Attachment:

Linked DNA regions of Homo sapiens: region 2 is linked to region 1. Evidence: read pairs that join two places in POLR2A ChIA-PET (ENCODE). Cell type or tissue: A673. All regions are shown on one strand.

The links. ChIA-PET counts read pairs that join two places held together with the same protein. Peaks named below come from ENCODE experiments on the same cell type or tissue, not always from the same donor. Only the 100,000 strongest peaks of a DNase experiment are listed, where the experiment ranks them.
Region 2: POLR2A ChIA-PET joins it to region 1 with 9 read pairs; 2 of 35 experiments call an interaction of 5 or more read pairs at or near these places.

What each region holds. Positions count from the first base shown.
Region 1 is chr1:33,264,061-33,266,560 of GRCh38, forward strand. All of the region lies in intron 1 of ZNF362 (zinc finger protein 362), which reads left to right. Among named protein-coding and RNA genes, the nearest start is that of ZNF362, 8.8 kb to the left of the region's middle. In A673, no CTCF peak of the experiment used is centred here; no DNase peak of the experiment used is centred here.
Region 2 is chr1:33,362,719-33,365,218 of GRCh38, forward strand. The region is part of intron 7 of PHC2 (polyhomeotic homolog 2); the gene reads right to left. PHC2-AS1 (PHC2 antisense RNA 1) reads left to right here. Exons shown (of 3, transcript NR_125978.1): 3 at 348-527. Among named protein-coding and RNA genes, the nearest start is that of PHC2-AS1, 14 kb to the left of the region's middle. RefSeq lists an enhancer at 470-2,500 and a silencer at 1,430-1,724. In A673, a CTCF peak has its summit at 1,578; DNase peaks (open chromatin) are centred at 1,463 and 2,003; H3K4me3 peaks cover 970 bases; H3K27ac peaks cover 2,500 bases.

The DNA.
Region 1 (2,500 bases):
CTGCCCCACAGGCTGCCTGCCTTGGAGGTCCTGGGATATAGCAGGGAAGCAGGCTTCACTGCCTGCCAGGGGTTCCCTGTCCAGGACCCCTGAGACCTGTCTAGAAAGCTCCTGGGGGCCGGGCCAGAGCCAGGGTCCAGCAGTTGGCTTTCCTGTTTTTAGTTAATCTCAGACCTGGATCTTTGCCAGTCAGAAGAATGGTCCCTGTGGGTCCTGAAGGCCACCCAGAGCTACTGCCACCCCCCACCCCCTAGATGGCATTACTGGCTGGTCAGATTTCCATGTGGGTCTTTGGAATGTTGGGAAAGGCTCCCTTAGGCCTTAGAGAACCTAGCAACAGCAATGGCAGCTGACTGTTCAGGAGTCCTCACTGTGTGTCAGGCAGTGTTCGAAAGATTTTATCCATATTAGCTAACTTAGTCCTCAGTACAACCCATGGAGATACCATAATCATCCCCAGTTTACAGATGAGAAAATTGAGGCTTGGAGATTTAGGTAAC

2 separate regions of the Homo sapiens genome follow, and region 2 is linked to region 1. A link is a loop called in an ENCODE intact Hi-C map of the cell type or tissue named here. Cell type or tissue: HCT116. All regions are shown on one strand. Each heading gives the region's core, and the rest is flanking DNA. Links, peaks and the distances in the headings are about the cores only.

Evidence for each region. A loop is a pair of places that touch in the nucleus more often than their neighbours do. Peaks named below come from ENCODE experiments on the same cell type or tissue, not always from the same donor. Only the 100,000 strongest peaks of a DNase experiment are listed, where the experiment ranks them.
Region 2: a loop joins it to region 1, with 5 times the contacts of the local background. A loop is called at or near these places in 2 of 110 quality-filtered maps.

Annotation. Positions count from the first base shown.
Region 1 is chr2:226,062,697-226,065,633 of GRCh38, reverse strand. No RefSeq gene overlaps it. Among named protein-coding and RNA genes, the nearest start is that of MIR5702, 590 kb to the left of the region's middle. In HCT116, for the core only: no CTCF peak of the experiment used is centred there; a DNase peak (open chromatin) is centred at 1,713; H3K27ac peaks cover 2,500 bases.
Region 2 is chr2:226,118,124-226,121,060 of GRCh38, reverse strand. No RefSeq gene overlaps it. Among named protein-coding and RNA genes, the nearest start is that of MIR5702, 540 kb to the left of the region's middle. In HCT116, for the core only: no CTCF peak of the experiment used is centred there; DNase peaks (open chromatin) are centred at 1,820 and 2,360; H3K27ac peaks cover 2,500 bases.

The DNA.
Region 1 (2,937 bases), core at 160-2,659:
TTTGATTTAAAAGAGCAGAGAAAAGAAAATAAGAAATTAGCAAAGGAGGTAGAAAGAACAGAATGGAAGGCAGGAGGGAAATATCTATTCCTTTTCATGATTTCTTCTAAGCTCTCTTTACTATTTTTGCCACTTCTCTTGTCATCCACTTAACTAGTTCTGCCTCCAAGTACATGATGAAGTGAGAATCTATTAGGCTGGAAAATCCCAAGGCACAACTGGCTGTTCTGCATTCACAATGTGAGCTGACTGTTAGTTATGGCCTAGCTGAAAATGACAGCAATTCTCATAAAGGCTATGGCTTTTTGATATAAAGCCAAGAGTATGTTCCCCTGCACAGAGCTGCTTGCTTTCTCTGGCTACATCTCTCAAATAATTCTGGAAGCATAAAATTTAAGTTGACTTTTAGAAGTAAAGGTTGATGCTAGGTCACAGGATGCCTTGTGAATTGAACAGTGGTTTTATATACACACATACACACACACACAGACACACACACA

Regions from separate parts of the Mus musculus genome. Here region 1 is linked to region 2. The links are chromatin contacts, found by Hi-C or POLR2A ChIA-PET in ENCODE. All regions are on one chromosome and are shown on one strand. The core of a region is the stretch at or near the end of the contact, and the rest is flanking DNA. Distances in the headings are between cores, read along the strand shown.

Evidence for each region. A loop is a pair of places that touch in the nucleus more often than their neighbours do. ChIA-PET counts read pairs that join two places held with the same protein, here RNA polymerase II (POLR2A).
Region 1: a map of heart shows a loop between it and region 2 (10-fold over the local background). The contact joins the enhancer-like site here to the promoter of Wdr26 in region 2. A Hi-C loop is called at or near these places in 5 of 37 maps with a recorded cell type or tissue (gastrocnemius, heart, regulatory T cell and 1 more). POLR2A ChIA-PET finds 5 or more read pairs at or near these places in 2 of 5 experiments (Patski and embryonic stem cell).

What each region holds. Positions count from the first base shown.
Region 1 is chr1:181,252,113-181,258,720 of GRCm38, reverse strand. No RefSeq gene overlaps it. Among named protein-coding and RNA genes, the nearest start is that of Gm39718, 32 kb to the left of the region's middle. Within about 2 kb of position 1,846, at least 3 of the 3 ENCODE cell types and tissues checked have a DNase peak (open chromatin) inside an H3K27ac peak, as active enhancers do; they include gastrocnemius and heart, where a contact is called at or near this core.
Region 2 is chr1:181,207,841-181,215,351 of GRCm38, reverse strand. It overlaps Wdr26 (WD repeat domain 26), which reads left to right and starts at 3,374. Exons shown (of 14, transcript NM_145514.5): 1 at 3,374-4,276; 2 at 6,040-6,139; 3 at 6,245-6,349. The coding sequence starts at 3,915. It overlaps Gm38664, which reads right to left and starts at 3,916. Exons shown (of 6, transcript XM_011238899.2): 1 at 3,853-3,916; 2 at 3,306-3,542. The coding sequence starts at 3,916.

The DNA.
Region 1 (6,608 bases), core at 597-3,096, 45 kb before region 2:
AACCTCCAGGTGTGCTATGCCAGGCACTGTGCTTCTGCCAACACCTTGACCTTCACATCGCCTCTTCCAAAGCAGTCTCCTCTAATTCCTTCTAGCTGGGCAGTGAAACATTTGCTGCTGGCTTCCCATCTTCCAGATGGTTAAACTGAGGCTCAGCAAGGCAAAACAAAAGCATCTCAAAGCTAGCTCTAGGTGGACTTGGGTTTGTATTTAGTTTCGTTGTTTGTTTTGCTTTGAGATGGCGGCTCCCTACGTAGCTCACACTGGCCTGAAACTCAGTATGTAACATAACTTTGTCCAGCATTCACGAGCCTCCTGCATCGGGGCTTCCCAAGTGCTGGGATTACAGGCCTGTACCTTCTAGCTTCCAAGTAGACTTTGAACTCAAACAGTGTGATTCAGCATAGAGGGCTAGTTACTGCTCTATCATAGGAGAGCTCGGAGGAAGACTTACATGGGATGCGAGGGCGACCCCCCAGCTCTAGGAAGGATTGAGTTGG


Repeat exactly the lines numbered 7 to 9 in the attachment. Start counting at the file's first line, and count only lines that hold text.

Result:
The DNA.
Region 1 (2,500 bases):
CTGCCCCACAGGCTGCCTGCCTTGGAGGTCCTGGGATATAGCAGGGAAGCAGGCTTCACTGCCTGCCAGGGGTTCCCTGTCCAGGACCCCTGAGACCTGTCTAGAAAGCTCCTGGGGGCCGGGCCAGAGCCAGGGTCCAGCAGTTGGCTTTCCTGTTTTTAGTTAATCTCAGACCTGGATCTTTGCCAGTCAGAAGAATGGTCCCTGTGGGTCCTGAAGGCCACCCAGAGCTACTGCCACCCCCCACCCCCTAGATGGCATTACTGGCTGGTCAGATTTCCATGTGGGTCTTTGGAATGTTGGGAAAGGCTCCCTTAGGCCTTAGAGAACCTAGCAACAGCAATGGCAGCTGACTGTTCAGGAGTCCTCACTGTGTGTCAGGCAGTGTTCGAAAGATTTTATCCATATTAGCTAACTTAGTCCTCAGTACAACCCATGGAGATACCATAATCATCCCCAGTTTACAGATGAGAAAATTGAGGCTTGGAGATTTAGGTAAC